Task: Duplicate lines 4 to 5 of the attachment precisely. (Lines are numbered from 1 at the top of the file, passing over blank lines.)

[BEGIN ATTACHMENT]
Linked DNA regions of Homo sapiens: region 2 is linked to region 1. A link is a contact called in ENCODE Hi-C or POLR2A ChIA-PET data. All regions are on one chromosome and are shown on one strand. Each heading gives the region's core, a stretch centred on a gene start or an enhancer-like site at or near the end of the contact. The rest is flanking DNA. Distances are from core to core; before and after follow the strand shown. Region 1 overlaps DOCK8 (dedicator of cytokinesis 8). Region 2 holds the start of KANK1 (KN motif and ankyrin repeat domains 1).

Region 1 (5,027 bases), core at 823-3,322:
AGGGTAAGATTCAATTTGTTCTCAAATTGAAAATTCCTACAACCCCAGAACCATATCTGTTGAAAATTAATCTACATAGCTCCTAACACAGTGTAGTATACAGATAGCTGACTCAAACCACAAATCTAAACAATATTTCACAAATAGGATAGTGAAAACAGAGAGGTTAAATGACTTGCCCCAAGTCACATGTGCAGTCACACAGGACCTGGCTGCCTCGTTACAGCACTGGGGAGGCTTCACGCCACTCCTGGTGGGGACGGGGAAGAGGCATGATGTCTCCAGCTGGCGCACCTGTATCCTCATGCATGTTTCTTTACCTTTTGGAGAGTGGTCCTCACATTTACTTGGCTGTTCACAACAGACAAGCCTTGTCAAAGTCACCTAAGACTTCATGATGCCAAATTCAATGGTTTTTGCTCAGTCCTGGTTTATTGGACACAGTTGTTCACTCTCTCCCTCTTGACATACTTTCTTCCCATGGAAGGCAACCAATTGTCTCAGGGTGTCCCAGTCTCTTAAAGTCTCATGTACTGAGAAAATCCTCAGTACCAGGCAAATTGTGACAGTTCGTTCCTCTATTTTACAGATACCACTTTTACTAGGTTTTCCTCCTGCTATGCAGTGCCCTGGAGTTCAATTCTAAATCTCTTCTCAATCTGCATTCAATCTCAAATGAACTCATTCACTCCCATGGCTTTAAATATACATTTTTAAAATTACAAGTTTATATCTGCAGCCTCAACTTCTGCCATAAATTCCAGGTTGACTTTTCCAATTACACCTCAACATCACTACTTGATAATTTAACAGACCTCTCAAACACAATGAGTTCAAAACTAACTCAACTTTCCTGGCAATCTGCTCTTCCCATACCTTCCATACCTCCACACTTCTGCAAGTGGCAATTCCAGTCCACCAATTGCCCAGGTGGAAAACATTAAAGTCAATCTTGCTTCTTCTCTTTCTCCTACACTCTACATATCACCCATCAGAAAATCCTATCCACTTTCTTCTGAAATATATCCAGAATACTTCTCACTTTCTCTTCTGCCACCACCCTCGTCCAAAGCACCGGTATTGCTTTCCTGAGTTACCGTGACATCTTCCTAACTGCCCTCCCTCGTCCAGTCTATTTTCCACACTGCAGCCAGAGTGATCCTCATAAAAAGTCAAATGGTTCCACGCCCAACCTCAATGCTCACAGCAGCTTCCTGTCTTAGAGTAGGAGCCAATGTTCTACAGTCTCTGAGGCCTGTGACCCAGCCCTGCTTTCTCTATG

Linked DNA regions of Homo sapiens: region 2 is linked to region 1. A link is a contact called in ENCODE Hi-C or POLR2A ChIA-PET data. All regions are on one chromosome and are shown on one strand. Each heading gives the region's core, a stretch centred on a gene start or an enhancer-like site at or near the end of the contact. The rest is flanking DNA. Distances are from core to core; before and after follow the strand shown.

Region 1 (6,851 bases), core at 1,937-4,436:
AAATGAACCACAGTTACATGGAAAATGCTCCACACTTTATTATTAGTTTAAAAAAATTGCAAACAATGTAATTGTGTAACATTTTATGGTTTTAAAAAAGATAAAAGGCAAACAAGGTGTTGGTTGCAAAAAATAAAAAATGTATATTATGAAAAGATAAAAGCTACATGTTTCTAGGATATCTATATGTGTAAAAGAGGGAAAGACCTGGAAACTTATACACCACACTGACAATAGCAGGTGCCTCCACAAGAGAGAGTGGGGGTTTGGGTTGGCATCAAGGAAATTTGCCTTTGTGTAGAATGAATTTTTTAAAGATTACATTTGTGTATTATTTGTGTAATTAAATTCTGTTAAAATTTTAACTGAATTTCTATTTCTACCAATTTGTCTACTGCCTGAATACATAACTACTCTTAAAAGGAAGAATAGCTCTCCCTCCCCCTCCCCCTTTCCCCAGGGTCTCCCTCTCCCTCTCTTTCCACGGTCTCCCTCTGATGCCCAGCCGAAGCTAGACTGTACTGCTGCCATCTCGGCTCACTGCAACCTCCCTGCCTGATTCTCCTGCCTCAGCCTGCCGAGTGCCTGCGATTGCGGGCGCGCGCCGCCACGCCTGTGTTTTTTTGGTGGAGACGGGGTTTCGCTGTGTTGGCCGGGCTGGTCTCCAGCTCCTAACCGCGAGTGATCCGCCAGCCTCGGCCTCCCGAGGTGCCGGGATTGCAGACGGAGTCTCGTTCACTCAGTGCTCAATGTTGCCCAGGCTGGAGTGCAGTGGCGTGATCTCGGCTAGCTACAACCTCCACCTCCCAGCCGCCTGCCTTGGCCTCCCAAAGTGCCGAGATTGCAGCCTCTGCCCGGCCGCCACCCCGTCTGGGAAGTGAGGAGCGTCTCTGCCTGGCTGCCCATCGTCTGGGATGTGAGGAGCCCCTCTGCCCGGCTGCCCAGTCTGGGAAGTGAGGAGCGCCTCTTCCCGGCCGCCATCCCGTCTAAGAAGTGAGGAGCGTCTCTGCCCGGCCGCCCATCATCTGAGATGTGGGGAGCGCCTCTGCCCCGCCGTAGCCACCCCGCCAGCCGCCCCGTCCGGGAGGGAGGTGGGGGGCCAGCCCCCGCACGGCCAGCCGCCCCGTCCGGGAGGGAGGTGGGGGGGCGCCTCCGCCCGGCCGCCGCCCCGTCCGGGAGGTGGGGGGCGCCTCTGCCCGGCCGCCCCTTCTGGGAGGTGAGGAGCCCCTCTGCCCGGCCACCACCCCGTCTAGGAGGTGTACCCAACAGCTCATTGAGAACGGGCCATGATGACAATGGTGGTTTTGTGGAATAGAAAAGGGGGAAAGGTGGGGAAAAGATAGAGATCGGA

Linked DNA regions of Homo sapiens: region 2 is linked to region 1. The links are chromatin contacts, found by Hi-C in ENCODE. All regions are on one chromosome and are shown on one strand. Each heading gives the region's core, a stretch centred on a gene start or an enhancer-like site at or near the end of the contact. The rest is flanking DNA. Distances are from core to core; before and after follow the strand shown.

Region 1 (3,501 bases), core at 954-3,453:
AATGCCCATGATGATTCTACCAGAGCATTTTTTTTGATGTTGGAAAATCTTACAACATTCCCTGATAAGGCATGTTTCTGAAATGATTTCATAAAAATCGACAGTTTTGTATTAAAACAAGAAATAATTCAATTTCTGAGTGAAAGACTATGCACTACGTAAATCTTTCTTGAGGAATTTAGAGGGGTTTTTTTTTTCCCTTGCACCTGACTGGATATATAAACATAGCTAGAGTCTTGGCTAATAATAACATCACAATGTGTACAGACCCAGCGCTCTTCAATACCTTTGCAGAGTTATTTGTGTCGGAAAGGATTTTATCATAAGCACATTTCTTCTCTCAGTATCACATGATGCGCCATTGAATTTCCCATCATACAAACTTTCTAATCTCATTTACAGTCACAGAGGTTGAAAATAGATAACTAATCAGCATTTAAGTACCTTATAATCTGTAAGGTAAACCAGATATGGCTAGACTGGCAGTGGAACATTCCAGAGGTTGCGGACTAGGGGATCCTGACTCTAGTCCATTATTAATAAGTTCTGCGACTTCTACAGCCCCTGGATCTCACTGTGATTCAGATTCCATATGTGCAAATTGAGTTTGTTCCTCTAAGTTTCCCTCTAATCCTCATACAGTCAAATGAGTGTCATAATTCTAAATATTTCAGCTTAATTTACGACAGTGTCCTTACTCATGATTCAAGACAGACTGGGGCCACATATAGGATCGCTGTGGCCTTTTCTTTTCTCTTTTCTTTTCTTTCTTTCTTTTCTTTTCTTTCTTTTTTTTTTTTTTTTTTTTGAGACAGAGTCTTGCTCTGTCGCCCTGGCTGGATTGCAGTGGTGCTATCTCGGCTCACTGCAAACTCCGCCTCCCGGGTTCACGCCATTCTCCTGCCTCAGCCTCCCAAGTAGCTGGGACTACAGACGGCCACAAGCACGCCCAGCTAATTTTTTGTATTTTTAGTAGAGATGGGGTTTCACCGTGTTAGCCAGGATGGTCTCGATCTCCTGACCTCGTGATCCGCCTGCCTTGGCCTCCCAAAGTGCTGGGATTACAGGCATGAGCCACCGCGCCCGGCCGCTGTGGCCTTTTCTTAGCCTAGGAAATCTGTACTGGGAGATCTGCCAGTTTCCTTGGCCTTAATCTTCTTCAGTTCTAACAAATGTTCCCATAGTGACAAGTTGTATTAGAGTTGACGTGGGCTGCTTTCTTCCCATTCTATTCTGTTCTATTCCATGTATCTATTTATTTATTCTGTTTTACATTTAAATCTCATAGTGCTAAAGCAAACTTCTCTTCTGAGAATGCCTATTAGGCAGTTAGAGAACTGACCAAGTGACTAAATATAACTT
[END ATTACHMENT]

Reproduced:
Linked DNA regions of Homo sapiens: region 2 is linked to region 1. A link is a contact called in ENCODE Hi-C or POLR2A ChIA-PET data. All regions are on one chromosome and are shown on one strand. Each heading gives the region's core, a stretch centred on a gene start or an enhancer-like site at or near the end of the contact. The rest is flanking DNA. Distances are from core to core; before and after follow the strand shown.

Region 1 (6,851 bases), core at 1,937-4,436: